To an outsider, an obituary of King Bhumibol Adulyadej might read like one of Queen Elizabeth II, another long-reigning monarch who became a symbol of her country, especially during times of massive political and economic transition. During his staggering seven-decades-long rule, Thailand’s economy boomed and achieved middle-income status, the country took fragile steps toward democracy, and a treaty alliance was cemented with the United States.
But Bhumibol Adulyadej’s death may set off shockwaves in Thai politics that the eventual passing of the British queen will not. Also setting the Thai monarch apart is the development of a personality cult that has made it difficult, particularly within Thailand, to separate fact from fiction about his life. (For an excellent analysis of the king’s life up to the mid-2000s pick up Paul Handley’s The King Never Smiles).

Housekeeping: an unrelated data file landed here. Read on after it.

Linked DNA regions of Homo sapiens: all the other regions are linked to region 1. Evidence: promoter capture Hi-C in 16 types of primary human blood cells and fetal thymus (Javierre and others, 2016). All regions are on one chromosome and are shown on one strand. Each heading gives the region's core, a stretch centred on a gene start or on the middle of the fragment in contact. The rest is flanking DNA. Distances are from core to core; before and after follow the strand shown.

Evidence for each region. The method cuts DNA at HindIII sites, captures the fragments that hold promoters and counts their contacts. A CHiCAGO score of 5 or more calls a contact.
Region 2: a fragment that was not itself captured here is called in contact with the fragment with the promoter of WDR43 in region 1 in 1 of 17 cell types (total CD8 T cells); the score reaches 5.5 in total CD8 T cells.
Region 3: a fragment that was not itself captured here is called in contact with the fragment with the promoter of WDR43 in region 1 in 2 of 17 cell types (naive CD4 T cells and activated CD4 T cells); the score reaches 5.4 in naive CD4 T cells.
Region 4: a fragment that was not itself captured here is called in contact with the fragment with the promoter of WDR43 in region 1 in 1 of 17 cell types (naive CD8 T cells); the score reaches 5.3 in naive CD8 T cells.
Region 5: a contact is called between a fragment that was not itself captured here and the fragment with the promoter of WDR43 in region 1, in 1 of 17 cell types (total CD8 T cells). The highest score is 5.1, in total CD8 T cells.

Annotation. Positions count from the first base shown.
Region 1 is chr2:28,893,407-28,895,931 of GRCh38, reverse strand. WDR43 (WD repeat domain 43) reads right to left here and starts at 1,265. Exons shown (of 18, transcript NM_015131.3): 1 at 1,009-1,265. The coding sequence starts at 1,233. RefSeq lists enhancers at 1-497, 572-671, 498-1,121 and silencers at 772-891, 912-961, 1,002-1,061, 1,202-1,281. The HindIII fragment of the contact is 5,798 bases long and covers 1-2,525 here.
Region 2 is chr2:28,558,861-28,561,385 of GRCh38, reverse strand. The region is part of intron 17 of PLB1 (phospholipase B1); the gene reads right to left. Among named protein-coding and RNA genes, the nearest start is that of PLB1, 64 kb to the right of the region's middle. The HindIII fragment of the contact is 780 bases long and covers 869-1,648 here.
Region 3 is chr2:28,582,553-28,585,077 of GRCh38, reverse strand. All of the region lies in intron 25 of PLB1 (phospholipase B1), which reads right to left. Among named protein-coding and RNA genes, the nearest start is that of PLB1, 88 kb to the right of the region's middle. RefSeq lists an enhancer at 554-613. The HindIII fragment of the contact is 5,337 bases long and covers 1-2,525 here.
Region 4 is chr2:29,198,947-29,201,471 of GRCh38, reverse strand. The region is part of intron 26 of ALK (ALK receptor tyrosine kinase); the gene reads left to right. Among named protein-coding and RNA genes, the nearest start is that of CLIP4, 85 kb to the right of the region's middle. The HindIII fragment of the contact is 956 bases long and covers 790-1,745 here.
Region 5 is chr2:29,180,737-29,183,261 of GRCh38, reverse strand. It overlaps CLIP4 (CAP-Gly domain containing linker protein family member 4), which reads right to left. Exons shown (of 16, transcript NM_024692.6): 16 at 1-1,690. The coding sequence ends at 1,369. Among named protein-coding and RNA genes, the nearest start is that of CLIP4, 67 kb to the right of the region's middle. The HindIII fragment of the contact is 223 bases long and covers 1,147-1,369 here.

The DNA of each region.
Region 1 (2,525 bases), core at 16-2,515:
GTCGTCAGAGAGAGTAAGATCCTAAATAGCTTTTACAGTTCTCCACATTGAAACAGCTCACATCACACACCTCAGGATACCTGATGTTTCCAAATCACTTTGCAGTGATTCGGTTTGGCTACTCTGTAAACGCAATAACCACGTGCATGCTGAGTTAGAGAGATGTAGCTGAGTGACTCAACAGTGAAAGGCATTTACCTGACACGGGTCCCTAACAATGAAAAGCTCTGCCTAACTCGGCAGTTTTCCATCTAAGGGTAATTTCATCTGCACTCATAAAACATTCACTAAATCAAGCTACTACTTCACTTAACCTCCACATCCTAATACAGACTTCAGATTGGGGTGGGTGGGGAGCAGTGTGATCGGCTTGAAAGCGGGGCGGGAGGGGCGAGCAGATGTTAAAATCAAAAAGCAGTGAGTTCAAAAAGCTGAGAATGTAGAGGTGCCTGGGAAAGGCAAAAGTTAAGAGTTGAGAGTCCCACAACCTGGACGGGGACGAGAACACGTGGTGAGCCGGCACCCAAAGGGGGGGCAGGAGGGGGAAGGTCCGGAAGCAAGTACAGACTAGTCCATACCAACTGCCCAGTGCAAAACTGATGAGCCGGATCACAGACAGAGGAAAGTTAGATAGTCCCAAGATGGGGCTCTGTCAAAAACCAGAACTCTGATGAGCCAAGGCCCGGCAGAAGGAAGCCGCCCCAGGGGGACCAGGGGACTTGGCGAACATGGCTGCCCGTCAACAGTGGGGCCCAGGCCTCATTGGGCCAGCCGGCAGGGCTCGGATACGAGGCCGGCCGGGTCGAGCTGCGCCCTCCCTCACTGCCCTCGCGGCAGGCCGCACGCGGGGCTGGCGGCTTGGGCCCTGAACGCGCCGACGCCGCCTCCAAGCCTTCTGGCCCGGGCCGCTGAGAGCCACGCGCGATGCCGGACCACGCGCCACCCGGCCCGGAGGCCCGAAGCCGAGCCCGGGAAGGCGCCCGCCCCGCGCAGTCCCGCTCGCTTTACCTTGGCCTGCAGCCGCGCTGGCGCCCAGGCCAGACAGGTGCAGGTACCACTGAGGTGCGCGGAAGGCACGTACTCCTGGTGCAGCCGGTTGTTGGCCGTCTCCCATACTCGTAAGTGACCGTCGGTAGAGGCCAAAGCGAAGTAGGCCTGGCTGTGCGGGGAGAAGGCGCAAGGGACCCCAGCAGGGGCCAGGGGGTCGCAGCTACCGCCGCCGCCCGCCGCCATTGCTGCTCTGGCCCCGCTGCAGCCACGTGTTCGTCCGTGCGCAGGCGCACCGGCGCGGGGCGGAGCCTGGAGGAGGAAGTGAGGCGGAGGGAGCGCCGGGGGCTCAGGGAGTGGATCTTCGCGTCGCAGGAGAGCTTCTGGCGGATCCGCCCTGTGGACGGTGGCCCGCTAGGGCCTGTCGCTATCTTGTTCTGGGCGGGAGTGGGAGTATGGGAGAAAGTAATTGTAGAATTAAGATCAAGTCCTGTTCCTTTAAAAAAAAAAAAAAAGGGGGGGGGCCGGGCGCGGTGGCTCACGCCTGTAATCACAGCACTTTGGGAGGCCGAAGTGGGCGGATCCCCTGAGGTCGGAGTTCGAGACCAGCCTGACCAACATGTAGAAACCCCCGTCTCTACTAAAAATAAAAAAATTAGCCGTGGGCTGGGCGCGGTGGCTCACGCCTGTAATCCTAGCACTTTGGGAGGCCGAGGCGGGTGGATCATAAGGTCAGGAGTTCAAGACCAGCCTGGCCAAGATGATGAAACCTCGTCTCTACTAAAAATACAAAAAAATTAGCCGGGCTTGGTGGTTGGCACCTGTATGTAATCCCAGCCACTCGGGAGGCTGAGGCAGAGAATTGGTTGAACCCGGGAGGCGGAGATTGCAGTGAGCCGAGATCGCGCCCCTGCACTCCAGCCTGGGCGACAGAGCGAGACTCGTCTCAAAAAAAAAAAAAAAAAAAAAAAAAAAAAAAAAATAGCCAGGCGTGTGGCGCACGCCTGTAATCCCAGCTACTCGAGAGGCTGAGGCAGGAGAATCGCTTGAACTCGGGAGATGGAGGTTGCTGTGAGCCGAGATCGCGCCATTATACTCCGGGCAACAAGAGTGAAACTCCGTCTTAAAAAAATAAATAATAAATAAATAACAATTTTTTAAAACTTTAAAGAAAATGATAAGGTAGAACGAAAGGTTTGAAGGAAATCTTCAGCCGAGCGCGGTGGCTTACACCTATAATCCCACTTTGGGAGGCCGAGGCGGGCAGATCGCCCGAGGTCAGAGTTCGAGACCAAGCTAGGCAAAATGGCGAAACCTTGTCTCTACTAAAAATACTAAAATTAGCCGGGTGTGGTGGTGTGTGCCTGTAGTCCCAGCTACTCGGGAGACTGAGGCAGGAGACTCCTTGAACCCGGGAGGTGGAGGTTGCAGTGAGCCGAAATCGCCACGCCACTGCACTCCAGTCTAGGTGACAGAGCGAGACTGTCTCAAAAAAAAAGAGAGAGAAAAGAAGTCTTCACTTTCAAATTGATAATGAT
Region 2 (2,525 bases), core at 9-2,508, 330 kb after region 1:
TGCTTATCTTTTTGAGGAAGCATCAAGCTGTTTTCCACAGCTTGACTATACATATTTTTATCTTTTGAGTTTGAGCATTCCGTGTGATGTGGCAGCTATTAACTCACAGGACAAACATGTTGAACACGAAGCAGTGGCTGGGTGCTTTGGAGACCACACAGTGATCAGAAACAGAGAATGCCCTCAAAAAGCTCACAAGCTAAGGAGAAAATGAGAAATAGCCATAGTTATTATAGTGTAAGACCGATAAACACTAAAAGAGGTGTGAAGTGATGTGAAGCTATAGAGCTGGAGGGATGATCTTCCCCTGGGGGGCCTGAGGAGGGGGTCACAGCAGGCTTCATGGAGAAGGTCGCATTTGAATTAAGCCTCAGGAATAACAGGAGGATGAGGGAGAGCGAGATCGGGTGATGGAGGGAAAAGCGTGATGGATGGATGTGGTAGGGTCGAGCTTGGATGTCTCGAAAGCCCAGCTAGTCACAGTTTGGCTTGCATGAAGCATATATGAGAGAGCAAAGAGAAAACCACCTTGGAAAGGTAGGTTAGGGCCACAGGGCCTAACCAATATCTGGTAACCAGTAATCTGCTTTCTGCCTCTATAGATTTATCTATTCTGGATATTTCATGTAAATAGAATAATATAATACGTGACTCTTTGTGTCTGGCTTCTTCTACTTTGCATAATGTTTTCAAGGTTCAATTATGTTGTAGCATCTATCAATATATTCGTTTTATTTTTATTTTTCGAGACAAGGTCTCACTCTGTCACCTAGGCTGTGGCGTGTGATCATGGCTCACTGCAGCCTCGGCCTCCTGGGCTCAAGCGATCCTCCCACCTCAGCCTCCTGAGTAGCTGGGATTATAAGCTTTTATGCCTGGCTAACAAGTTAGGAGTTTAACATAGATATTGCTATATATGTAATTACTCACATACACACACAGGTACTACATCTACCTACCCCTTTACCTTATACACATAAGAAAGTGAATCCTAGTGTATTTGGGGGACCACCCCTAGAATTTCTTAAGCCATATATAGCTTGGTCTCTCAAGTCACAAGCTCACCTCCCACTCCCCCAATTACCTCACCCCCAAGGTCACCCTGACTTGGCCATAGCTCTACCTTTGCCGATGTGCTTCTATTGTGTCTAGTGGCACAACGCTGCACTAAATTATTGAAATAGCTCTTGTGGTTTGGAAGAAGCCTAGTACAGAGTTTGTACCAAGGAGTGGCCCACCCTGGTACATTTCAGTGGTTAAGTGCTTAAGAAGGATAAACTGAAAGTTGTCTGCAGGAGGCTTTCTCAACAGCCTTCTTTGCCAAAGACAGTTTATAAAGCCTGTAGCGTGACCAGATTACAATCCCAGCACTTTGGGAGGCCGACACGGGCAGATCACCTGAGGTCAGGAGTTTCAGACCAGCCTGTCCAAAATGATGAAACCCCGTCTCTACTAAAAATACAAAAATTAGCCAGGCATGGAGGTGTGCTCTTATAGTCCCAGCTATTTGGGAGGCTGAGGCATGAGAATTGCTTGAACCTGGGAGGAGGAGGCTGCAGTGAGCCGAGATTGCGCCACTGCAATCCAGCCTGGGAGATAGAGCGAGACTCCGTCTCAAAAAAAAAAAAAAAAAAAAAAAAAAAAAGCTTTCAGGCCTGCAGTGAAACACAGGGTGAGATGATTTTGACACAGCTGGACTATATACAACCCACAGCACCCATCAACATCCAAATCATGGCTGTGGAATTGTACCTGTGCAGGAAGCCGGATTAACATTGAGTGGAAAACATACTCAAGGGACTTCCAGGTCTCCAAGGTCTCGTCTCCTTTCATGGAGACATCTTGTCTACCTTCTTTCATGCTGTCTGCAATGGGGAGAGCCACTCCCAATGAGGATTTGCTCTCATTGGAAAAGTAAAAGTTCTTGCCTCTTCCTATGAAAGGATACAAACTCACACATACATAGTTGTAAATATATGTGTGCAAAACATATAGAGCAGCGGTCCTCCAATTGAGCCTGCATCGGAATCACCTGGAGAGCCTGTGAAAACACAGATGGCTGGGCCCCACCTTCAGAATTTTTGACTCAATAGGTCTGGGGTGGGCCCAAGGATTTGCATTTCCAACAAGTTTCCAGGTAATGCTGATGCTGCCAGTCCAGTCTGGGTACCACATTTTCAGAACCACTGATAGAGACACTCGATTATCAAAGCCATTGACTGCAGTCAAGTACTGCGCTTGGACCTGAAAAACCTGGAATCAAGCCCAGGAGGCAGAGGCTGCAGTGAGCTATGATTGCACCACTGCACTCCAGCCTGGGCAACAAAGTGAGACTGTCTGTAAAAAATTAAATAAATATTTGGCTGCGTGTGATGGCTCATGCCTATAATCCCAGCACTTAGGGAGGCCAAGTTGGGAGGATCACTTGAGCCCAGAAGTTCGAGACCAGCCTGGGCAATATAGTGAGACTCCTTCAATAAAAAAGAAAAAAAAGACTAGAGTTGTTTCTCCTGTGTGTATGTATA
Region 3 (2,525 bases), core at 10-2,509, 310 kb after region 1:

Most Thais have not known any monarch other than Bhumibol, the ninth of his line of kings. Fear over what his death would bring for a country rattled by an insurgency in the south, recurring violence in Bangkok, and deep political rifts, has been looming for nearly fifteen years. The king’s declining health was always a major unstated rationale for the growing chaos in the kingdom and the return of military dominance over Thai politics.
Fore more on my analysis of the mixed legacy of King Bhumibol, read my new CFR Expert Brief.